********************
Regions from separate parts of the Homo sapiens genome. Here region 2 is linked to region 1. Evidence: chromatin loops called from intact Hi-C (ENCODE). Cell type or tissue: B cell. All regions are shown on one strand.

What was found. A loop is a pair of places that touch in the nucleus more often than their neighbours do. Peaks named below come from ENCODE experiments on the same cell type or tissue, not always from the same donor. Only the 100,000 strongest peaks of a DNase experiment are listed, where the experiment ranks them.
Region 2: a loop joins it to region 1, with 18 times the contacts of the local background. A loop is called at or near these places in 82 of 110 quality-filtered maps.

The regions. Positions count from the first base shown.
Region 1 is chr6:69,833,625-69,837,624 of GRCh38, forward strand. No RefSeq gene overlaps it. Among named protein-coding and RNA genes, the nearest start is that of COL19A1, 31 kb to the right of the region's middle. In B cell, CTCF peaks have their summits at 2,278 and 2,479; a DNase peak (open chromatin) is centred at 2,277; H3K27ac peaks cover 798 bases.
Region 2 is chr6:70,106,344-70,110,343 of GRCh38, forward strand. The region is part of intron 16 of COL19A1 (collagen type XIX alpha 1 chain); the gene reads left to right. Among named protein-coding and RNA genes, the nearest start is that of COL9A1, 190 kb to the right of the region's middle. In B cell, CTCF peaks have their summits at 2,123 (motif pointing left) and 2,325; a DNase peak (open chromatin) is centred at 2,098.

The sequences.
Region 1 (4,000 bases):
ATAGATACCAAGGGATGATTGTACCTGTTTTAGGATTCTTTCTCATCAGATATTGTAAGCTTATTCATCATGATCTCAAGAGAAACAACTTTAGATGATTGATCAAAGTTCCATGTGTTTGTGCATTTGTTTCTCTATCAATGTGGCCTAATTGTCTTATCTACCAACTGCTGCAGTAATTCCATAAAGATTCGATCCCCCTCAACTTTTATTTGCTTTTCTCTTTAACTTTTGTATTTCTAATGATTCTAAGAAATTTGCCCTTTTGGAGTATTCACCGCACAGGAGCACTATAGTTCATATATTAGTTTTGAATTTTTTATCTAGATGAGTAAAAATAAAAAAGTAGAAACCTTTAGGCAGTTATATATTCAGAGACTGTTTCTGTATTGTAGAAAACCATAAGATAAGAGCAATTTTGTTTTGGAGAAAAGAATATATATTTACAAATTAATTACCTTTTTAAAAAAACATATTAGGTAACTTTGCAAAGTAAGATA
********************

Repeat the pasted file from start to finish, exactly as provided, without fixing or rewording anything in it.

Regions from separate parts of the Homo sapiens genome. Here region 2 is linked to region 1. Evidence: chromatin loops called from intact Hi-C (ENCODE). Cell type or tissue: B cell. All regions are shown on one strand.

What was found. A loop is a pair of places that touch in the nucleus more often than their neighbours do. Peaks named below come from ENCODE experiments on the same cell type or tissue, not always from the same donor. Only the 100,000 strongest peaks of a DNase experiment are listed, where the experiment ranks them.
Region 2: a loop joins it to region 1, with 18 times the contacts of the local background. A loop is called at or near these places in 82 of 110 quality-filtered maps.

The regions. Positions count from the first base shown.
Region 1 is chr6:69,833,625-69,837,624 of GRCh38, forward strand. No RefSeq gene overlaps it. Among named protein-coding and RNA genes, the nearest start is that of COL19A1, 31 kb to the right of the region's middle. In B cell, CTCF peaks have their summits at 2,278 and 2,479; a DNase peak (open chromatin) is centred at 2,277; H3K27ac peaks cover 798 bases.
Region 2 is chr6:70,106,344-70,110,343 of GRCh38, forward strand. The region is part of intron 16 of COL19A1 (collagen type XIX alpha 1 chain); the gene reads left to right. Among named protein-coding and RNA genes, the nearest start is that of COL9A1, 190 kb to the right of the region's middle. In B cell, CTCF peaks have their summits at 2,123 (motif pointing left) and 2,325; a DNase peak (open chromatin) is centred at 2,098.

The sequences.
Region 1 (4,000 bases):
ATAGATACCAAGGGATGATTGTACCTGTTTTAGGATTCTTTCTCATCAGATATTGTAAGCTTATTCATCATGATCTCAAGAGAAACAACTTTAGATGATTGATCAAAGTTCCATGTGTTTGTGCATTTGTTTCTCTATCAATGTGGCCTAATTGTCTTATCTACCAACTGCTGCAGTAATTCCATAAAGATTCGATCCCCCTCAACTTTTATTTGCTTTTCTCTTTAACTTTTGTATTTCTAATGATTCTAAGAAATTTGCCCTTTTGGAGTATTCACCGCACAGGAGCACTATAGTTCATATATTAGTTTTGAATTTTTTATCTAGATGAGTAAAAATAAAAAAGTAGAAACCTTTAGGCAGTTATATATTCAGAGACTGTTTCTGTATTGTAGAAAACCATAAGATAAGAGCAATTTTGTTTTGGAGAAAAGAATATATATTTACAAATTAATTACCTTTTTAAAAAAACATATTAGGTAACTTTGCAAAGTAAGATA